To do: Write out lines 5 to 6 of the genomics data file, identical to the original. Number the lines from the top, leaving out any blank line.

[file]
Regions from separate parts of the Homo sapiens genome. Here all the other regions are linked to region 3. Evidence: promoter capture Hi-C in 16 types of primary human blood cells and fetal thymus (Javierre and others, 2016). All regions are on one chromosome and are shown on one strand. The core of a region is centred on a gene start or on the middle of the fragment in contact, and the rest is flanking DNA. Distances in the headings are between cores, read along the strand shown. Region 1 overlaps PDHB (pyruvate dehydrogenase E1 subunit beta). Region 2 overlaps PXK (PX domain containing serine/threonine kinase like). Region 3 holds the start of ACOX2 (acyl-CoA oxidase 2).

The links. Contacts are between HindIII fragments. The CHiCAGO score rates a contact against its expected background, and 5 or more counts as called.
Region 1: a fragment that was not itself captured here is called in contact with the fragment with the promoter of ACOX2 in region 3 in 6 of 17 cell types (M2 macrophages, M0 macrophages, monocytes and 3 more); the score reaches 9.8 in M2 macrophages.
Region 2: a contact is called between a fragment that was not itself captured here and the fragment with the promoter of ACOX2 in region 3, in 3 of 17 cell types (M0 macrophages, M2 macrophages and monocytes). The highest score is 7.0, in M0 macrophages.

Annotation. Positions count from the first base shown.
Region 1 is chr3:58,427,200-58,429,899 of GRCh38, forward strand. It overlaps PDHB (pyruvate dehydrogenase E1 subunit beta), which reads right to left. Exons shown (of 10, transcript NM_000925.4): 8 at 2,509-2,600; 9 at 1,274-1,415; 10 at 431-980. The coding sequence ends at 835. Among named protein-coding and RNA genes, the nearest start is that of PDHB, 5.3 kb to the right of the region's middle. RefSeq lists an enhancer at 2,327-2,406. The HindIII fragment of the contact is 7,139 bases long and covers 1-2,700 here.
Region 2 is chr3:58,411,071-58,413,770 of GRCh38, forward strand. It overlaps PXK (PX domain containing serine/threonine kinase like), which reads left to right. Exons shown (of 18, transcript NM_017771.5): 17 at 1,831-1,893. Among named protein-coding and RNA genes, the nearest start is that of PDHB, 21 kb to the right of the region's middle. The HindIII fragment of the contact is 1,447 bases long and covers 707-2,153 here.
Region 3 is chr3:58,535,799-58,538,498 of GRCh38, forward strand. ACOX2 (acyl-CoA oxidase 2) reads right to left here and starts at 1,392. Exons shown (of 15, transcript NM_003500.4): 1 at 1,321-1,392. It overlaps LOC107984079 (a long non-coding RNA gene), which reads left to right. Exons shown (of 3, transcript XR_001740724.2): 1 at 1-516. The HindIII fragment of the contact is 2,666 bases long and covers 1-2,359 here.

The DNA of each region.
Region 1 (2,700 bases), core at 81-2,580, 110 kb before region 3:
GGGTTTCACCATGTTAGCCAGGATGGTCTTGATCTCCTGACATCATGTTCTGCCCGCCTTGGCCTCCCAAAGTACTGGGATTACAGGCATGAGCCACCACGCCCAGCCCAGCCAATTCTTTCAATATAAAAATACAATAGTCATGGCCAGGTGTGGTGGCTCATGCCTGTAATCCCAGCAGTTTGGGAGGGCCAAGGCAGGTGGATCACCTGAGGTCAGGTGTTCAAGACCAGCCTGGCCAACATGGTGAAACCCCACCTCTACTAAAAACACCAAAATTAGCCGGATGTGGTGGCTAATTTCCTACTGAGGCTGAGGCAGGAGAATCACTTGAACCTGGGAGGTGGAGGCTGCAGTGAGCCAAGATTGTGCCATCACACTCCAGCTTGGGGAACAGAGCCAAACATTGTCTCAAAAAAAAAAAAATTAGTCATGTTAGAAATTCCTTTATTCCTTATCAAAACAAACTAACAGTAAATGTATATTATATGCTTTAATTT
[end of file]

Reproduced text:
Annotation. Positions count from the first base shown.
Region 1 is chr3:58,427,200-58,429,899 of GRCh38, forward strand. It overlaps PDHB (pyruvate dehydrogenase E1 subunit beta), which reads right to left. Exons shown (of 10, transcript NM_000925.4): 8 at 2,509-2,600; 9 at 1,274-1,415; 10 at 431-980. The coding sequence ends at 835. Among named protein-coding and RNA genes, the nearest start is that of PDHB, 5.3 kb to the right of the region's middle. RefSeq lists an enhancer at 2,327-2,406. The HindIII fragment of the contact is 7,139 bases long and covers 1-2,700 here.